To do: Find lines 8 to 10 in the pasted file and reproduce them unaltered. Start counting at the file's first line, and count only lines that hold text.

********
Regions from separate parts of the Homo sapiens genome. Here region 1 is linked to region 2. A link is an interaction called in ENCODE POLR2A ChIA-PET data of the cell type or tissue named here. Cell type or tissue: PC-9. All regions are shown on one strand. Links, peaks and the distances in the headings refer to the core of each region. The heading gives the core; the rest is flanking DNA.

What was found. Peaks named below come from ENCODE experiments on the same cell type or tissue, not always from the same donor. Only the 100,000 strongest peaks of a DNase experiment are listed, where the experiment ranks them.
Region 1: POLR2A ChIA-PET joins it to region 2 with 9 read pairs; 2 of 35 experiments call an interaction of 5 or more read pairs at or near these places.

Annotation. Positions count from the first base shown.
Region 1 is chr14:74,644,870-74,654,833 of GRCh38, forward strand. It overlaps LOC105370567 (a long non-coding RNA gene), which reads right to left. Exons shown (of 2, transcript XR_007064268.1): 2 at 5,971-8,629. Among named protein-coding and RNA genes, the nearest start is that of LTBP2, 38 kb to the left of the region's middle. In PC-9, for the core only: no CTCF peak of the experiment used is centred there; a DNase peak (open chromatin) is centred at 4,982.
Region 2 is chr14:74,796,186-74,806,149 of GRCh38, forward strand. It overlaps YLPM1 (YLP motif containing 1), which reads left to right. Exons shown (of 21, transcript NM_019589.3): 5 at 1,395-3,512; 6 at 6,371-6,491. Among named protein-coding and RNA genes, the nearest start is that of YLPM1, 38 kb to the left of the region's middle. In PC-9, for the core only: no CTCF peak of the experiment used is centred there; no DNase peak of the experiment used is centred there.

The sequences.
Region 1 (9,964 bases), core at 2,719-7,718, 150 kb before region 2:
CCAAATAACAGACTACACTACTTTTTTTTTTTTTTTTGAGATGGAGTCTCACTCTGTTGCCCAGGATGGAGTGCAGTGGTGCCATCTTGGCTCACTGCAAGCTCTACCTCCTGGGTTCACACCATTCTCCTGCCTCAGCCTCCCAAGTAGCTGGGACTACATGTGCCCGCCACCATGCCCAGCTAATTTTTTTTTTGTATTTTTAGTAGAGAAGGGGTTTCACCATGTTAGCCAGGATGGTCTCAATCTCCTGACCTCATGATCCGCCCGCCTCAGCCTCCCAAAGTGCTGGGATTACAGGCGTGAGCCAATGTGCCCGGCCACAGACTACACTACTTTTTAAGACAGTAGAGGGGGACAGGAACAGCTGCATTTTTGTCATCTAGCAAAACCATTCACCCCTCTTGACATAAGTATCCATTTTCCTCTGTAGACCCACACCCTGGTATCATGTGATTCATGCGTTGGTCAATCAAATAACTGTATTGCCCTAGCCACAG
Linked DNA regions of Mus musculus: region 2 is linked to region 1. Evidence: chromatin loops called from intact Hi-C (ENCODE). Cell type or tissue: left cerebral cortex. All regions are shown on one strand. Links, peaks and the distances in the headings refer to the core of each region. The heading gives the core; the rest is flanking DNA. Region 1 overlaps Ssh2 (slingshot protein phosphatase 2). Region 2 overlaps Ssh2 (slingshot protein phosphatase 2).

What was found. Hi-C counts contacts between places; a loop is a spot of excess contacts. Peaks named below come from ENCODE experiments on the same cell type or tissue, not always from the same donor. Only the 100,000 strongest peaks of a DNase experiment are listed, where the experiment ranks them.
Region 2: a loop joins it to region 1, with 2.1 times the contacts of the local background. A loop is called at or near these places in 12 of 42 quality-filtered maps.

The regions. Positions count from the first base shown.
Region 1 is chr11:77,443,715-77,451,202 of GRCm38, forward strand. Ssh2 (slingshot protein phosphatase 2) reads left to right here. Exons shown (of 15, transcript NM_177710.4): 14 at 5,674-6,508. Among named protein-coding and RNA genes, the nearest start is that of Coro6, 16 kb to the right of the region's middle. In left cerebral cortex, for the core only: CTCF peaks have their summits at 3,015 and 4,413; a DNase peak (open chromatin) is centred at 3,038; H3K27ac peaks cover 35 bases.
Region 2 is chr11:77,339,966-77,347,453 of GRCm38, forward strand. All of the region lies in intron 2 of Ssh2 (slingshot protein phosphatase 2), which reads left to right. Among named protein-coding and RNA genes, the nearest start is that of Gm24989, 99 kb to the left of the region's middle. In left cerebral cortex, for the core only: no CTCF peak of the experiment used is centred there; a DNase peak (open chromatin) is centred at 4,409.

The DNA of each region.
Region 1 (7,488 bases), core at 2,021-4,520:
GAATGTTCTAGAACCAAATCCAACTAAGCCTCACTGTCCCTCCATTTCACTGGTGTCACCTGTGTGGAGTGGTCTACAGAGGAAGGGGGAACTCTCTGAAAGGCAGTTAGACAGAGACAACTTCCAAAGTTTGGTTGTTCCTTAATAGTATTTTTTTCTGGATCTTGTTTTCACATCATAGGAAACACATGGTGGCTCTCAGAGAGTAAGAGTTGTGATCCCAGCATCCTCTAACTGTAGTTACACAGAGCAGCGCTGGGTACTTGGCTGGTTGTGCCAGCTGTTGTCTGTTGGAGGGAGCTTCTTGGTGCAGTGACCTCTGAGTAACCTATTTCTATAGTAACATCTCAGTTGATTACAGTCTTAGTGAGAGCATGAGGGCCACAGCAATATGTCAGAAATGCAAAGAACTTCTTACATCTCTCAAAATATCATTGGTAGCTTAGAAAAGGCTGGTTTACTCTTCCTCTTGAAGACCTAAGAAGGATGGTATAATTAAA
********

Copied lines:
Region 1 (9,964 bases), core at 2,719-7,718, 150 kb before region 2:
CCAAATAACAGACTACACTACTTTTTTTTTTTTTTTTGAGATGGAGTCTCACTCTGTTGCCCAGGATGGAGTGCAGTGGTGCCATCTTGGCTCACTGCAAGCTCTACCTCCTGGGTTCACACCATTCTCCTGCCTCAGCCTCCCAAGTAGCTGGGACTACATGTGCCCGCCACCATGCCCAGCTAATTTTTTTTTTGTATTTTTAGTAGAGAAGGGGTTTCACCATGTTAGCCAGGATGGTCTCAATCTCCTGACCTCATGATCCGCCCGCCTCAGCCTCCCAAAGTGCTGGGATTACAGGCGTGAGCCAATGTGCCCGGCCACAGACTACACTACTTTTTAAGACAGTAGAGGGGGACAGGAACAGCTGCATTTTTGTCATCTAGCAAAACCATTCACCCCTCTTGACATAAGTATCCATTTTCCTCTGTAGACCCACACCCTGGTATCATGTGATTCATGCGTTGGTCAATCAAATAACTGTATTGCCCTAGCCACAG
Linked DNA regions of Mus musculus: region 2 is linked to region 1. Evidence: chromatin loops called from intact Hi-C (ENCODE). Cell type or tissue: left cerebral cortex. All regions are shown on one strand. Links, peaks and the distances in the headings refer to the core of each region. The heading gives the core; the rest is flanking DNA. Region 1 overlaps Ssh2 (slingshot protein phosphatase 2). Region 2 overlaps Ssh2 (slingshot protein phosphatase 2).